Soil Fauna on the Long-term Soil Productivity Sites in BC

With the help of a series of guiding questions and the interaction with instructors, you will be able to:

  1. Define forest soil productivity and the factors controlling it.
  2. Determine how forest practices can affect soil biota and soil productivity.
  3. Determine how changes in forest soil productivity can be monitored.
  4. Characterize the attributes of a productive forest soil, and assess how forest practices may affect forest soil productivity

The forest soils are characterized by an enormous diversity of animal species. Soil fauna play a variety of roles in soil development and the maintenance of soil fertility. Soil macrofauna are defined as organisms bigger than 2 mm in body and includes ants, beetles, spiders, centipedes, millipedes, and earthworms. Although generally less numerous than soil mesofauna, macrofauna can represent a significant proportion of the animal biomass in the soil and play an important role in soil ecosystem function. For example, millipedes and earthworms break up organic matter, increasing its surface area and thereby enhancing microbial activity and nutrient cycling. Soil macrofauna mix and redistribute mineral and organic material and microorganisms within the soil profile.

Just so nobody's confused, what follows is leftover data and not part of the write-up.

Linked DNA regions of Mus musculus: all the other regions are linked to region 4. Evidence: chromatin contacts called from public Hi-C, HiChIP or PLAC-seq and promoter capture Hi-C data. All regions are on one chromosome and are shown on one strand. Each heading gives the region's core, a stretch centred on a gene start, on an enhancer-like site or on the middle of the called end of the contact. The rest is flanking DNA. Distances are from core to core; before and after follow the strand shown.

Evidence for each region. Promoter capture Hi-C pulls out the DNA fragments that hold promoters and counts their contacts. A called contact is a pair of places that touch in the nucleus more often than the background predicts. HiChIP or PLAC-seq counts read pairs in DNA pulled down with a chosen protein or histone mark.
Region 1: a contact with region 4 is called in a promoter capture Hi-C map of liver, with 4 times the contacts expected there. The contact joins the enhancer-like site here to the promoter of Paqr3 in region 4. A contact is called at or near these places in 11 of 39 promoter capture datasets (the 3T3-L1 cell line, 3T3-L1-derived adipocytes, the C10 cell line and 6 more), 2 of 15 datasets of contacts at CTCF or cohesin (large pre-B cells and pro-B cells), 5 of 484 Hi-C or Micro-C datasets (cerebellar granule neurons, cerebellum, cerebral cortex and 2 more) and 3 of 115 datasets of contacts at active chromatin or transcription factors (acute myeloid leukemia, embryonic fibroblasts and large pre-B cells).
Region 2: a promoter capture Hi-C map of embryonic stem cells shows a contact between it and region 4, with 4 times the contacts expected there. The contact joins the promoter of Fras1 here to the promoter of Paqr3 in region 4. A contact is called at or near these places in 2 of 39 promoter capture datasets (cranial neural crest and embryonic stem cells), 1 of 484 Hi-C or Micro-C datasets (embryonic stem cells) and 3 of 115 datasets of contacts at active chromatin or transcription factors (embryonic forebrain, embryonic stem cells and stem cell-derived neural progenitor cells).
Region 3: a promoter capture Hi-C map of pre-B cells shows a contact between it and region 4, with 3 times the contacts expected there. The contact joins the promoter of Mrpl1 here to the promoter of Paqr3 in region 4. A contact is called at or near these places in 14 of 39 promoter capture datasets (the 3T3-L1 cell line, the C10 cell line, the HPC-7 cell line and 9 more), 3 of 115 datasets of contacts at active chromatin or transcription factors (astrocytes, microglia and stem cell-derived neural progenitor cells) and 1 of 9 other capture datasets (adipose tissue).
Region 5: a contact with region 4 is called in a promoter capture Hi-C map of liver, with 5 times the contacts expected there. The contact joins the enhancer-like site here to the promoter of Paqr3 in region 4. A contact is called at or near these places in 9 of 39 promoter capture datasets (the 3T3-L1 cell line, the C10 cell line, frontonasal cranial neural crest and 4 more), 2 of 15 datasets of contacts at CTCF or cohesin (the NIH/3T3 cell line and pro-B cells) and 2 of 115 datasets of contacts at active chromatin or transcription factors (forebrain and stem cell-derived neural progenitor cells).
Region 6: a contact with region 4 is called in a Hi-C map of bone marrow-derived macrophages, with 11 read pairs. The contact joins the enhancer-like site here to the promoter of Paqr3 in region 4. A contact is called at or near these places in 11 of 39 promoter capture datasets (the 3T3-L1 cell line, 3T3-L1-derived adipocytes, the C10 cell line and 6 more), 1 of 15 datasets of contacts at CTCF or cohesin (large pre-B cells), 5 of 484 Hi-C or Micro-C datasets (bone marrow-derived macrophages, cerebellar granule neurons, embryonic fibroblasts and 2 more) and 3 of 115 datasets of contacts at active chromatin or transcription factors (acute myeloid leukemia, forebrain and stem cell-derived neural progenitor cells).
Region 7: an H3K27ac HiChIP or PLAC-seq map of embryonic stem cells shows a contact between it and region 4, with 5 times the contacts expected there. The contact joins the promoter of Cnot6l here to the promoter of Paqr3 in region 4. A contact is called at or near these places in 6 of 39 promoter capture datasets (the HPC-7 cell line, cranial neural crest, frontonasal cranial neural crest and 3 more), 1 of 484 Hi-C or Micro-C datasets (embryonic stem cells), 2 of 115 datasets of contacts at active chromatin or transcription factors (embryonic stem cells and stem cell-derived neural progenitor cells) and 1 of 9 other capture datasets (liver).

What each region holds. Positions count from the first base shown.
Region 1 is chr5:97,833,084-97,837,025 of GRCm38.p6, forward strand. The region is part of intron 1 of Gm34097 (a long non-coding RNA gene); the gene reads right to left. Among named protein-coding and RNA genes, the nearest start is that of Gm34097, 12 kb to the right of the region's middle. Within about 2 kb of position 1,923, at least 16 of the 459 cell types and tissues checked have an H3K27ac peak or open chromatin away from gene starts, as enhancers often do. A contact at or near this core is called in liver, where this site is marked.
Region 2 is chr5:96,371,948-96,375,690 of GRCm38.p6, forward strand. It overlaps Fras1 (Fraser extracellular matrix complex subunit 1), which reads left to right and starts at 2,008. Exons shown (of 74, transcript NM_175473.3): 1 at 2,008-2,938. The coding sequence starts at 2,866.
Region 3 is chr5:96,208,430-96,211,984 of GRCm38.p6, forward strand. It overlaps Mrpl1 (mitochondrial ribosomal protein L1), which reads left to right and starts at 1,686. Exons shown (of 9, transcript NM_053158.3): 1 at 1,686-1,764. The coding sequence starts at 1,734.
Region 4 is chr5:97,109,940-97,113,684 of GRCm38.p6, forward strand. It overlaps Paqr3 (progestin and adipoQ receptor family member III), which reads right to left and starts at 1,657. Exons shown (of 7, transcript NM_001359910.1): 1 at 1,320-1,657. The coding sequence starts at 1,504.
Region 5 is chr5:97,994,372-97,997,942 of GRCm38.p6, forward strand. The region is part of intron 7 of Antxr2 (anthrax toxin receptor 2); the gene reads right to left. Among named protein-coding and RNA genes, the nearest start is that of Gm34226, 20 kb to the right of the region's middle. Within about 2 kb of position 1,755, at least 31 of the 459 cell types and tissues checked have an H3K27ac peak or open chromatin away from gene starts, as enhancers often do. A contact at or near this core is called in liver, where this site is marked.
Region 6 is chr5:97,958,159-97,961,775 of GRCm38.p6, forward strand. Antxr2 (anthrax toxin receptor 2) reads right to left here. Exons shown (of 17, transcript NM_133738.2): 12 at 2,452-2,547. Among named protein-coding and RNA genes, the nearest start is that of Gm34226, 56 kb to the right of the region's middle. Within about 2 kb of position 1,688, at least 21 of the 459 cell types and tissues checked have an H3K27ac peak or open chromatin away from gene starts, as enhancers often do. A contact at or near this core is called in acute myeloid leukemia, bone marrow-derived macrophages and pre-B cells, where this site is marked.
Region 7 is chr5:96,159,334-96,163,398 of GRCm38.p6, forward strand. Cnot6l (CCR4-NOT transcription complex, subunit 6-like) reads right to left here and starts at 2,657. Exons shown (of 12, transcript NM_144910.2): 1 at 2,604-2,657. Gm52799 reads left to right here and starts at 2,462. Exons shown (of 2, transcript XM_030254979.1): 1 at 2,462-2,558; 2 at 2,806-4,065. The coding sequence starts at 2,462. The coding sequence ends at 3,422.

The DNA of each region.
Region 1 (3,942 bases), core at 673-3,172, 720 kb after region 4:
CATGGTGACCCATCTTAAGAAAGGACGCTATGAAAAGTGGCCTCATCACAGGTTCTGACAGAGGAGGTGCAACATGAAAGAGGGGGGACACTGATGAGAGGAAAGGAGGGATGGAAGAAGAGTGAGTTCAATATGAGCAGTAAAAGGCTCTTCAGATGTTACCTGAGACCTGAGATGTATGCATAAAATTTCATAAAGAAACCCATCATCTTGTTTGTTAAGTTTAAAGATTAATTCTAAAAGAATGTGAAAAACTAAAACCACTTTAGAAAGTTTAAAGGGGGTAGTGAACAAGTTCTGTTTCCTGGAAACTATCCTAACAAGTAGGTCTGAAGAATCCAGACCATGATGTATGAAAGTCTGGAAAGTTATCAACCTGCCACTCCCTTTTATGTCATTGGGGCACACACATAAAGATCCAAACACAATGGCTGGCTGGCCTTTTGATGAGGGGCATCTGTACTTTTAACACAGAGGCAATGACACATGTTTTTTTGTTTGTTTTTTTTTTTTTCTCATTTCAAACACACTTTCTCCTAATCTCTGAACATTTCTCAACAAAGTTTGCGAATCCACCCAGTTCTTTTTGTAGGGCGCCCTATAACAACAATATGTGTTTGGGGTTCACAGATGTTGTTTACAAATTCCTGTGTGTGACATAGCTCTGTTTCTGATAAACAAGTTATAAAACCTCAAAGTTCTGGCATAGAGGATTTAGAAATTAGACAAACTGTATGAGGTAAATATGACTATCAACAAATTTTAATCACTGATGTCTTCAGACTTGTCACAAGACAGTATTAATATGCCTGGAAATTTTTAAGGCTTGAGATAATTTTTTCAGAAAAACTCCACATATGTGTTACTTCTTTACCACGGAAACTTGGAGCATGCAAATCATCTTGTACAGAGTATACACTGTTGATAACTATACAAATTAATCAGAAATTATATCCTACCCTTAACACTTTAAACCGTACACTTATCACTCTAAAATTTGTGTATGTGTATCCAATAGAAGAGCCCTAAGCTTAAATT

Soil mesofauna range from 0.1 to 2 mm wide and include mites, springtails, Protura, Diplura, Symphyla, and Enchytraeidae as well as smaller forms of spiders, pseudoscorpions, and insect larvae. Via grazing, they control bacterial and fungal biomass, thus liberating immobilized nutrients and stimulating further fungal and bacterial activity, as well as enhancing plant growth. Furthermore, soil mesofauna transport microbial propagules and spores into new substrates and contribute to the development of soil structure and humus formation through the deposition of fecal pellets.

Timber harvesting and site preparation can modify physical and chemical properties of the soil, affecting soil porosity, composition, and organic matter content; forest floor and mineral soil temperatures; and soil water content. The alteration of soil porosity through compaction and the loss of organic matter through removal or displacement can directly influence biological activity, reducing the diversity and density of soil fauna and altering the structure and function of the soil fauna community. In 1990, in conjunction with a similar research program in the United States, the BC Ministry of Forests established the Long-Term Soil Productivity (LTSP) study to determine the effects of three levels of organic matter removal and soil compaction on soil productivity over a full timber rotation period. Data in this study case were obtained on the Sub-Boreal Spruce installations of the LTSP in central British Columbia.

Learning Objectives